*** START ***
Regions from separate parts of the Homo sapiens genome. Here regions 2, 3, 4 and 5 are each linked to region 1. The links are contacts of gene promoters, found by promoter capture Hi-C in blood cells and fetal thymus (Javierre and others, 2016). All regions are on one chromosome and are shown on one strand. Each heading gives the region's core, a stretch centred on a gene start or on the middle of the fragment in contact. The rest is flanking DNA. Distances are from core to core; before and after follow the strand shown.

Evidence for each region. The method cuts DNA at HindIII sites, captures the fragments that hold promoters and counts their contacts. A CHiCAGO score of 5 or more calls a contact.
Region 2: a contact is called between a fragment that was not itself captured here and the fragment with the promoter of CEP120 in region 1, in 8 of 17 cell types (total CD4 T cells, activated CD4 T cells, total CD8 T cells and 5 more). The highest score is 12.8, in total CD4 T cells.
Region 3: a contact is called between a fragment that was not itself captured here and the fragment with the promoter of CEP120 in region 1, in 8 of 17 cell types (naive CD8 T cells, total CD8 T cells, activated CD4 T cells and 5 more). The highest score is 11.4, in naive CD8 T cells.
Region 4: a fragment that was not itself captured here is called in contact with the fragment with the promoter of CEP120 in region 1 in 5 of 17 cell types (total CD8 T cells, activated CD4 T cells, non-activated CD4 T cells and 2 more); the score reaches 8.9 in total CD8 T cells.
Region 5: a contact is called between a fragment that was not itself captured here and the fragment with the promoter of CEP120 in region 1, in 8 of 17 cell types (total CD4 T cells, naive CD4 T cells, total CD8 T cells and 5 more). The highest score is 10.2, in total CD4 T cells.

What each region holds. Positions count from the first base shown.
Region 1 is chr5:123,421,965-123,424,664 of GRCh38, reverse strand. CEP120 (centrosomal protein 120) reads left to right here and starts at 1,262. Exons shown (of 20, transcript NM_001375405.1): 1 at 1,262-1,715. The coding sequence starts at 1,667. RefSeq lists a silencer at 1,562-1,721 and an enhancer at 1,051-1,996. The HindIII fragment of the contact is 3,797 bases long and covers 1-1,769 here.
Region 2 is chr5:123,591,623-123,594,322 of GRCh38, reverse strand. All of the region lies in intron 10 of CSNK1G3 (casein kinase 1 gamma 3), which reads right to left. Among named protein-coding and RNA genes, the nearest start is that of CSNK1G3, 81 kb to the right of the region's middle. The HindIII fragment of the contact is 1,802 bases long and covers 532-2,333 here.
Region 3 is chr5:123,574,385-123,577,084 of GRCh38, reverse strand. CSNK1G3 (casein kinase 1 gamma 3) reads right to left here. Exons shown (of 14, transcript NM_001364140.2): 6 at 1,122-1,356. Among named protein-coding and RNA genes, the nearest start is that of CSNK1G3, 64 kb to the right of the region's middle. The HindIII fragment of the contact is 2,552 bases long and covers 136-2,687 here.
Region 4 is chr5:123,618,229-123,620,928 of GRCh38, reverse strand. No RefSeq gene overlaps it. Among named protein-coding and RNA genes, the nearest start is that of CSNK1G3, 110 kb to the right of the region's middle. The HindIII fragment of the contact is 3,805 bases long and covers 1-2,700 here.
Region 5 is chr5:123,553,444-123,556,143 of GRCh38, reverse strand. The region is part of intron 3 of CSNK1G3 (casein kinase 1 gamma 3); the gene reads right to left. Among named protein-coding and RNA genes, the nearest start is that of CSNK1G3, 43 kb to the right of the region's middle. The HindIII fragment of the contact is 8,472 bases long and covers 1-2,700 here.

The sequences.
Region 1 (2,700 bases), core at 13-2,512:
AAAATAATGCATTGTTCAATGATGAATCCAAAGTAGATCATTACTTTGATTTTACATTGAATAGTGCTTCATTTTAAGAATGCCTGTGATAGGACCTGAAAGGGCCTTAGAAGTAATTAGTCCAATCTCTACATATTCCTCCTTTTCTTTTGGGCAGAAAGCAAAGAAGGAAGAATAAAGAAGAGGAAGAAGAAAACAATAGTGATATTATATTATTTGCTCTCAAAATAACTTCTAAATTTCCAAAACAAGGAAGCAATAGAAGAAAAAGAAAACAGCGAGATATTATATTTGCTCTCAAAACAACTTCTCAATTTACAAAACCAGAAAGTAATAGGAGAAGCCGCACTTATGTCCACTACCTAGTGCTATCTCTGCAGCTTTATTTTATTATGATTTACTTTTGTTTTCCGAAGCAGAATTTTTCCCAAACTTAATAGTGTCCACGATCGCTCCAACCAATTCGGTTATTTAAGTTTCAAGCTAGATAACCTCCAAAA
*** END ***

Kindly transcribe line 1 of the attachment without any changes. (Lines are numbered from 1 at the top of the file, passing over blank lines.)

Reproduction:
Regions from separate parts of the Homo sapiens genome. Here regions 2, 3, 4 and 5 are each linked to region 1. The links are contacts of gene promoters, found by promoter capture Hi-C in blood cells and fetal thymus (Javierre and others, 2016). All regions are on one chromosome and are shown on one strand. Each heading gives the region's core, a stretch centred on a gene start or on the middle of the fragment in contact. The rest is flanking DNA. Distances are from core to core; before and after follow the strand shown.